You want the best for your aging loved one, and this includes ensuring they have a safe environment to live in if their memory issues have progressed, making independent living more challenging.
Talking about memory care with a parent or other senior loved one with dementia is tricky. For one, many people with dementia don’t realize their symptoms have progressed to a point where they need help with their daily needs. For another, resistance to giving up their independence is often an issue.
These situations, how do you discuss memory care with a loved one gently and lovingly so that the transition to a different lifestyle is smoother?
It’s never going to be easy to discuss memory care with a loved one—for them or you. Still, there are ways to begin the conversation and ease the transition to a memory care community.
Tips for helping a loved one transition to assisted living level of care
A struggle that many people experience when transitioning their loved ones into an assisted living community is feeling like they’re abandoning their parents or loved one. At times like this, making sure they have a safe place to live is one of the most loving things you can do.
According to the National Library of Medicine, “close to two-thirds of all US nursing home residents have some type of cognitive impairment.” These residents have families and, while the statistic is sobering, it shows that others have gone the same road as you in deciding to transition their loved ones into long-term care.
Here is some guidance when it comes to having a conversation about memory care with your loved one.
A person diagnosed with dementia can live for years without experiencing the more serious symptoms of this illness and can have enough cognitive abilities to understand what’s happening around them and to them. It’s best, when possible, to have a conversation about future living arrangements after a loved one is diagnosed with dementia. In this way, your loved one can be involved in the process of planning for their future home and care.
Dementia is a robber—a thief of time and reason. Even if your loved one made sound decisions about their future living arrangements early in their disease, there might be resistance to following through with those plans when the disease progresses. Have your loved one’s wishes in writing to make it easier for you when the time comes to make the transition.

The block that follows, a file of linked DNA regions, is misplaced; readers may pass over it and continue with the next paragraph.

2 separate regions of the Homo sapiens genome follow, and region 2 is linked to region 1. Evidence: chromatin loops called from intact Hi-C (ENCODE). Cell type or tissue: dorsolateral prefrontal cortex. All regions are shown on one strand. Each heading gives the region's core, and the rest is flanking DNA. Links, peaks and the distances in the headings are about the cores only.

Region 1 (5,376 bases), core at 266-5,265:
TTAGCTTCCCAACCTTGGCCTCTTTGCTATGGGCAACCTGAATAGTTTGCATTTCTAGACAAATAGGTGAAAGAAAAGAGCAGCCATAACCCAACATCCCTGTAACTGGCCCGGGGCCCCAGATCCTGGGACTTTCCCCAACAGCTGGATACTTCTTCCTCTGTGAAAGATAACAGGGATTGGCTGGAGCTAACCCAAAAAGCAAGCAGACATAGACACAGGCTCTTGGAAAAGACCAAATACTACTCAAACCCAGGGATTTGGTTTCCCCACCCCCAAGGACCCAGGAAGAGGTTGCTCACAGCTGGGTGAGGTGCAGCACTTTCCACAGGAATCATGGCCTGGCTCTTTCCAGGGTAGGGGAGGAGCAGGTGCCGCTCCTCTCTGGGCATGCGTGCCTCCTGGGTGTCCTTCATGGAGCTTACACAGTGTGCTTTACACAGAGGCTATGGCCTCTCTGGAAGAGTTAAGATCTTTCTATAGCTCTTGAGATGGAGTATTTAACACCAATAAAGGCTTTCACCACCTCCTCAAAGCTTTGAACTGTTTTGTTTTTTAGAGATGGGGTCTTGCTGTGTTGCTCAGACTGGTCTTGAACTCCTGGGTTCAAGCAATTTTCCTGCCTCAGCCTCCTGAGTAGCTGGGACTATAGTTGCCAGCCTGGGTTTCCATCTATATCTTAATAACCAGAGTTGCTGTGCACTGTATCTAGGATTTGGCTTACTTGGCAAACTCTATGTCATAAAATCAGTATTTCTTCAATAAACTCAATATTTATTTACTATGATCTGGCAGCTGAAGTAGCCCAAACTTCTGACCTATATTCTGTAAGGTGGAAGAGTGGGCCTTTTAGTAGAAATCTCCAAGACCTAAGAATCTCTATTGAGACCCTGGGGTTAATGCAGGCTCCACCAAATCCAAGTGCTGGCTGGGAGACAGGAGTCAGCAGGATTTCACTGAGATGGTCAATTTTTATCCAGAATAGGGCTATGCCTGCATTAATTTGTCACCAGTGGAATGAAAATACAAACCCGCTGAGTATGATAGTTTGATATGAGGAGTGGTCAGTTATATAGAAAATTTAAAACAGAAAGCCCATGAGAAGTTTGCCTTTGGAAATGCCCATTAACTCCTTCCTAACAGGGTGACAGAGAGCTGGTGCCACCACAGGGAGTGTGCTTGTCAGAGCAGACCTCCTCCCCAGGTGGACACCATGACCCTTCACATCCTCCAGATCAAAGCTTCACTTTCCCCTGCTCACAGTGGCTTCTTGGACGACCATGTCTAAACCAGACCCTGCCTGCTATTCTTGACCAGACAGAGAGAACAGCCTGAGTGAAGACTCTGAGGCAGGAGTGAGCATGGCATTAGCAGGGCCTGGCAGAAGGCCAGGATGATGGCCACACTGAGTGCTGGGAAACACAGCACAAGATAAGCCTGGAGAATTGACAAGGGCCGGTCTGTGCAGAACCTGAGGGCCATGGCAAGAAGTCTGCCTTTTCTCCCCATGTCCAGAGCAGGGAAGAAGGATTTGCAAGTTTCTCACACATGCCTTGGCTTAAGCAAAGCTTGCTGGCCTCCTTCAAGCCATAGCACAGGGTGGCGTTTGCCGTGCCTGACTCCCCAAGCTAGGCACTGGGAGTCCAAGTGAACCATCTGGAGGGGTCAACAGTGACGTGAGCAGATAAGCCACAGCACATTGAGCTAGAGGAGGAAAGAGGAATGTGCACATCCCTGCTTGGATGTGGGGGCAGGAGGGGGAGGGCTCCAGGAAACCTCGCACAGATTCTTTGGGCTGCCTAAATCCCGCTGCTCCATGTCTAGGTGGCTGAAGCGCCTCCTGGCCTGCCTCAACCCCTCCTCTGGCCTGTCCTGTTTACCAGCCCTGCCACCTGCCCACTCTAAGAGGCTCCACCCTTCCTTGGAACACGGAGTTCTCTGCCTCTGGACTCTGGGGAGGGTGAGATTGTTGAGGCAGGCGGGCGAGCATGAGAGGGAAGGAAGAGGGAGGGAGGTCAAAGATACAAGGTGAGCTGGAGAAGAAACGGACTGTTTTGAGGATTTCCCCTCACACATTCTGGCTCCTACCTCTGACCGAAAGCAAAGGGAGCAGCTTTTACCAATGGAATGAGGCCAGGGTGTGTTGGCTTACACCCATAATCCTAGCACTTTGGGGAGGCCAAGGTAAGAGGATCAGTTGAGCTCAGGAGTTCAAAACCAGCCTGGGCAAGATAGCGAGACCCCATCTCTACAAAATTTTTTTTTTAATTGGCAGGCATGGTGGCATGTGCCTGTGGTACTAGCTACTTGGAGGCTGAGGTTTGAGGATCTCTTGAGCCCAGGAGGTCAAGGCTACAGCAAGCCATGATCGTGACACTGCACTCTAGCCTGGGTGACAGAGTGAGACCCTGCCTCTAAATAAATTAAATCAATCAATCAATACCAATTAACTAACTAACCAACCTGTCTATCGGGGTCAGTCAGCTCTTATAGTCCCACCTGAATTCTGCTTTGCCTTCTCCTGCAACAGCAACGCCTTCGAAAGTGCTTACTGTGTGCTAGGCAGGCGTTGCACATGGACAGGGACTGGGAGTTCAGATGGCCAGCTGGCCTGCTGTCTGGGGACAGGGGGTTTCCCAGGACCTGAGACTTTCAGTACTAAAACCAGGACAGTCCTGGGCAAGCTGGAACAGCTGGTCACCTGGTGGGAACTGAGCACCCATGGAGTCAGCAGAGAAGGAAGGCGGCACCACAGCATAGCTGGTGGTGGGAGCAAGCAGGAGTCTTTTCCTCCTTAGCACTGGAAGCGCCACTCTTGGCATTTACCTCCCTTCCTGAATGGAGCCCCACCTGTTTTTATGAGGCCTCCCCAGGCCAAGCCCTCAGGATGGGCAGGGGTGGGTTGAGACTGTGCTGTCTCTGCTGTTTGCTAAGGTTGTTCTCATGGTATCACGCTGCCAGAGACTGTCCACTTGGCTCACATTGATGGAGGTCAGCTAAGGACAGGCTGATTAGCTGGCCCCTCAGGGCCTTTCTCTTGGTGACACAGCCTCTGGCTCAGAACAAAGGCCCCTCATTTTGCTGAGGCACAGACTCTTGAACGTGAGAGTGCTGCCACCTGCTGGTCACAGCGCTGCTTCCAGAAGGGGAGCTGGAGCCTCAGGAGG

Dementia isn’t only a disease that affects memory and cognitive skills. Many dementia patients experience some degree of paranoia, which often leads them to believe loved ones are trying to lock them up or harm them. It’s pointless to argue with your loved one, and it only makes the transition harder. If your loved one makes these statements, assure them that they are safe, that you care about them and would never harm them.
Touring the memory care community together is a great way to ease everyone’s fears. Your loved one will have the opportunity to see their room, meet other residents, get introduced to the staff, and learn more about the programming offers. This is also an excellent time for you to ask questions.
Moving to a new place, somewhere other than the home they’re familiar with and love, can be frightening and daunting. That’s why it’s important to ensure they have familiar things in their room at the memory care community. What these items are will vary from person to person. Some people feel comforted knowing they have their favorite chair in their room or a treasured quilt on their bed. Having your loved one’s favorite things in their new space makes it feel more like home.
Consider moving all their bedroom furniture into the space and setting up the room to look like their home bedroom.
In an ideal world, your parent or loved one would be involved in the process of transitioning to memory care from day one of their diagnosis. Unfortunately, the world isn’t ideal, and many families struggle with loved ones who don’t want to admit they need care.
If you’re in this situation, discussing memory care with your loved one becomes more challenging. Your stress level skyrockets when a loved one refuses to admit they need help. Be patient, ease them gently into the transition, and ask them why they resist the idea. You can explain how financial concerns will be handled if they’re worried about costs. Many living with dementia are afraid they’ll be forgotten. If this is the case with your loved one, assure them you’ll visit often. You might have to have these conversations repeatedly, which is where patience plays a significant role in the process.
But know this: whether your loved one is agreeable or resistant to memory care, it’s not an open-ended discussion. At some point, your loved one will need care you can’t provide. You will have to make that decision for them, and while it’s heart-wrenching, it’s a decision made from love.
INGLESIDE MEMORY SUPPORT ASSISTED LIVING
If your family is considering memory care, we hope you’ll visit one of our Ingleside communities and learn about the benefits and care we offer to our residents and our families.
Our compassionate staff, residences, programs, dining and activities are all designed to provide our residents and your loved one with the highest level of care, independence and dignity.
For information on Ingleside at Rock Creek senior living community located in Washington, DC, please call (202) 846-2651 with questions or to schedule a personalized tour today.
For information on Ingleside at King Farm senior living community located in Rockville, Maryland, please call (240) 414-8557 with questions or to schedule a personalized tour today.